The Russian Navy conducted simultaneous submarine rescue exercises in Kola Bay in the Barents Sea and Avacha Bay on the Pacific coast. The exercises were carried out on Monday 27 November and demonstrated a range of rescue capabilities including Remotely Operated Vehicles (ROVs) and the AS-34 Priz-class Deep Submergence Rescue Vehicle (DSRV).
Demonstrating the capability simultaneously on entirely different sides of the planet, on the same day, seems to offer a clear signal that this rehearsal was prompted by the recent loss of the ARA San Juan. The Russian Navy will be especially sensitive to the San Juan tragedy due to the loss of the Kursk and exercising their submarine rescue units might be just as much to boost confidence in the capability internally as it is for external demonstration.
The exercises are all the more significant as the navy has deployed rescue equipment to support the search for the San Juan. The support team flew to Argentina on Saturday 25 November and deployed on board a local vessel with a Panther plus ROV and a diving team.
Earlier this week the Russian Navy confirmed it was developing the next variant of the country’s strategic ballistic missile submarines (SSBN). The Chief of the General Staff of the Russian Armed Forces announced that the development of the Borey-B had begun and the General noted that 5 of the Borey-A are now under construction. The first of the Borey-A is due to launch this month so the announcement seems appropriately timed to coincide with this.
General Valery Gerasimov said "Work has begun on the creation of an atomic submarine cruiser with improved characteristics of Borey B," at a meeting of the Defense Ministry's board and he also pointed out that 102 ballistic missiles were acquired for the SSBN fleet in the past five years.
The announcement of a Borey-B variant and the imminent launch of the first Borey-A expected this month will likely cause some discussion over class naming as and when the various boats come into service and depending on how much the classes vary. The Borey-B announcement seems to meet with the rearmament programme announced by President Putin in May 2017, which mentioned a future ‘Husky-class’ SSBN through the 2025 timeframe.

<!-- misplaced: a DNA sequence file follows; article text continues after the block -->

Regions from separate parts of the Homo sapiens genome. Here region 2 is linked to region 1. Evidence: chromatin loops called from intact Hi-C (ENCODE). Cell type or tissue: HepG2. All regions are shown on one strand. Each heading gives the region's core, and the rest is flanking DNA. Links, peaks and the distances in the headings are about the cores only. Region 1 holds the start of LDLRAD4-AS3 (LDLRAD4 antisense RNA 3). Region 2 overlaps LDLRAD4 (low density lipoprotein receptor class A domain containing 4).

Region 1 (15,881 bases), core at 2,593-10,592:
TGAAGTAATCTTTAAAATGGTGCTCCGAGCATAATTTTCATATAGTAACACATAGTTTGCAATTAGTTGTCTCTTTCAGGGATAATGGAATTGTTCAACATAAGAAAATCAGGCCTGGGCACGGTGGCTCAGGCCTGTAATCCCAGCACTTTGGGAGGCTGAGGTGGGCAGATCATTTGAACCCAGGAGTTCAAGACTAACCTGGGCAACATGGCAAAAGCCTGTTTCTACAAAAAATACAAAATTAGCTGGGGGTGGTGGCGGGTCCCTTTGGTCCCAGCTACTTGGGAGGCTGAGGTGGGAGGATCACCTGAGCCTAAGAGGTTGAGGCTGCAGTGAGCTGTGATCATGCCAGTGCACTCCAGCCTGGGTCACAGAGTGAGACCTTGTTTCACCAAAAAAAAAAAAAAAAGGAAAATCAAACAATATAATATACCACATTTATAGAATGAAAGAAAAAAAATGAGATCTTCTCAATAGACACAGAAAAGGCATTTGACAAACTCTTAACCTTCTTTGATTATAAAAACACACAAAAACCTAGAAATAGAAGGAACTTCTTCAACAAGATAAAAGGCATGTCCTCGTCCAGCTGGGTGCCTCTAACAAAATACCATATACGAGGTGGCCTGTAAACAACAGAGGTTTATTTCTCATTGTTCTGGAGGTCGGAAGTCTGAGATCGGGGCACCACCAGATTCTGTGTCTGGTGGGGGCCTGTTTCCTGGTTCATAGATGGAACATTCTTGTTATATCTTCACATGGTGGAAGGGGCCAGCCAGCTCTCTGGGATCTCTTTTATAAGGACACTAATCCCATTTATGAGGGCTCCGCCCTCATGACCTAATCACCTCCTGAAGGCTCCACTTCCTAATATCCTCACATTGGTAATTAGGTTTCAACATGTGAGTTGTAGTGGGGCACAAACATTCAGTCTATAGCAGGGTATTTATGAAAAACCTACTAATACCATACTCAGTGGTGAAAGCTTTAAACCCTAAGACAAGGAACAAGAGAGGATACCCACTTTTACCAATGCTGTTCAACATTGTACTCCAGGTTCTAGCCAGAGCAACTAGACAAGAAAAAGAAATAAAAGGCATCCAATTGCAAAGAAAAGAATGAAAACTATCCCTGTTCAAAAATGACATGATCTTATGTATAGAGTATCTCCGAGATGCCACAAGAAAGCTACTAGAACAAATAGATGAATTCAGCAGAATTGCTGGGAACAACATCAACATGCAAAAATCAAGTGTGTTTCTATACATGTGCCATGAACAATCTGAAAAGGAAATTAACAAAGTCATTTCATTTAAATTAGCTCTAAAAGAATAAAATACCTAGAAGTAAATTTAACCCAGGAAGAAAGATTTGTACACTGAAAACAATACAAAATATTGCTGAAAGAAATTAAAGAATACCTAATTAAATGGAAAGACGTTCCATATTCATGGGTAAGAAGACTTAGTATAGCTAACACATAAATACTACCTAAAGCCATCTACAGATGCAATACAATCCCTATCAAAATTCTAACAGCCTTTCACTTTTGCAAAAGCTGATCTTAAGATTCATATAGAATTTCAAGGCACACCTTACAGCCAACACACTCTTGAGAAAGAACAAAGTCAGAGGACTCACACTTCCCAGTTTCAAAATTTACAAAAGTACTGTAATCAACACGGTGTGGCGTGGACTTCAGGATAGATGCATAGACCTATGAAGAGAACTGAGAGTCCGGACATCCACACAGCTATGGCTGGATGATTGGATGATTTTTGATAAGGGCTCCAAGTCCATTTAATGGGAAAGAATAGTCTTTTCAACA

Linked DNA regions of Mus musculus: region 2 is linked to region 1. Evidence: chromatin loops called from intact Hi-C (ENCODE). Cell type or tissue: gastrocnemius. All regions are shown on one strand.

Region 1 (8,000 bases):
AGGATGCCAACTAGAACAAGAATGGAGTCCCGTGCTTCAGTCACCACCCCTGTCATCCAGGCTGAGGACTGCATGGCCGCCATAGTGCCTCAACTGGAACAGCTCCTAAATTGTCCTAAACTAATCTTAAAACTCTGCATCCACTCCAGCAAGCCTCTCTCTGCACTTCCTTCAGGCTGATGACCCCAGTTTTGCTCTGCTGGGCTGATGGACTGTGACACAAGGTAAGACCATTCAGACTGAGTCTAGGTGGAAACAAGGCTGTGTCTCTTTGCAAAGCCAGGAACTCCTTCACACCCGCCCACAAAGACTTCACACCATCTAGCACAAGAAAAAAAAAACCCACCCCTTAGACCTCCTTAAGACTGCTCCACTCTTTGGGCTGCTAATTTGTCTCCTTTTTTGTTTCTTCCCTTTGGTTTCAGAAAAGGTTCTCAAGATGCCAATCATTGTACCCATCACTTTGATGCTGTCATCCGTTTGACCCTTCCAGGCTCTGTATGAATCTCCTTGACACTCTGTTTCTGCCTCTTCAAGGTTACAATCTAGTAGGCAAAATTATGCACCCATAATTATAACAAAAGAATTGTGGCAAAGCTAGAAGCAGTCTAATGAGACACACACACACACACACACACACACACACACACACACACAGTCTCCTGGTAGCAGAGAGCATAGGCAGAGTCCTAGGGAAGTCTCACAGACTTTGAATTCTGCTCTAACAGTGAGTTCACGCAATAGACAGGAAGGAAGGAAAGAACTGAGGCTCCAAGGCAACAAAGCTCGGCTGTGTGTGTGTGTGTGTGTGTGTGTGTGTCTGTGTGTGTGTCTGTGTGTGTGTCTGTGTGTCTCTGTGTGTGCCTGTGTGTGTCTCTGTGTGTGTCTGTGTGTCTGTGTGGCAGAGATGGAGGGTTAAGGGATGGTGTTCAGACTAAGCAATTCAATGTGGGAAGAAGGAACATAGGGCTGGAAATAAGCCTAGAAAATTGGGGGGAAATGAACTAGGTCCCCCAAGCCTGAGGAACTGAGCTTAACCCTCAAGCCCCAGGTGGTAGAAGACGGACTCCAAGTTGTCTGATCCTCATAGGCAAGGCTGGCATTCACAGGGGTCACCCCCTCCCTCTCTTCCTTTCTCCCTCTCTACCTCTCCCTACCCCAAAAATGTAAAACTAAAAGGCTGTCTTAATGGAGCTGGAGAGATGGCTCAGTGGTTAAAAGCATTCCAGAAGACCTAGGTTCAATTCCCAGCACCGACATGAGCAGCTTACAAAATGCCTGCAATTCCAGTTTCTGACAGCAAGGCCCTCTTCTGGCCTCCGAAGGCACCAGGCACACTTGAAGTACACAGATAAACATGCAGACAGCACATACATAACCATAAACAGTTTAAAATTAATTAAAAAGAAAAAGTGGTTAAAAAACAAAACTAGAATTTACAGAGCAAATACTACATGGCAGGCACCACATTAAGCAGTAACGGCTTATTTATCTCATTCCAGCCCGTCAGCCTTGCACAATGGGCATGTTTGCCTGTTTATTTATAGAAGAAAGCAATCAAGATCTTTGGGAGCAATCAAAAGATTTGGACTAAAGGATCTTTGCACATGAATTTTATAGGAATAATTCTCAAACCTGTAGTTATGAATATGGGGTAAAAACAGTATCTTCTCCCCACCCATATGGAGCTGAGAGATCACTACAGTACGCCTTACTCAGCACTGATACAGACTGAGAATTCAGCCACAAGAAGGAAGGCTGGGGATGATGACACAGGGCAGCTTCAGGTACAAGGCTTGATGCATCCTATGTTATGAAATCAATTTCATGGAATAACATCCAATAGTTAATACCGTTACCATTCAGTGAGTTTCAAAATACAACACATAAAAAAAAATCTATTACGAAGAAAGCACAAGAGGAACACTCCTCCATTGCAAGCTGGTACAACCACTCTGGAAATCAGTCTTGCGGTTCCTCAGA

A series of reports by Zvezda News showed the Russian Navy using a brand new Autonomous Underwater Vehicle (AUV) off the coast of Tartus in Syria in mine countermeasure (MCM) operations for the first time . The video and article call the AUV 'Galtel' which appears to translate as 'fillet' and Zvezda explain that the AUV is being used to 'illuminate' the seabed to search for mines, improvised explosive devices (IEDs), and weapon caches.
The reports appear to outline that recent operations in Tartus represent acceptance trials for the Galtel AUV and that it will be used in conjunction with additional MCM equipment such as Remotely Operated Vehicles (ROVs) and mine clearance divers. It goes on to state that the Galtel was developed by the Institute of Marine Technology Problems (IPMI), a government research agency based in Vladivostok.
It seems the Galtel began life as the ANPA MT-2010 back in 2010 when the IPMI developed the AUV, then under the name ‘Pilgrim’, for the Ministry of Emergency Situations and a series of trials were made between 2011 and 2013. The Galtel name appears in 2012 and it seems this is when a military role was spotted for the AUV.
The testing off the coast of Syria occurred in August and September of 2017, the use of an operational environment seeming to provide the perfect place to carry out acceptance trials of the AUV. The Zvezda videos show the AUV being deployed exclusively from shore or from the Grachonok-class anti-saboteur boat Unarmeec Kryma (pennant number 836). The Unarmeec Kryma travelled to Syria in April 2017 and does not appear to have returned to her home port at the time of writing.
It is unclear how much further testing will be carried out or whether it has successfully passed. Should the system enter regular service it will likely remain in use by MCM and Explosive Ordnance Disposal (EOD) forces before additional roles such as Rapid Environmental Assessment (REA) and Intelligence, Surveillance, and Reconnaissance (ISR) can be considered.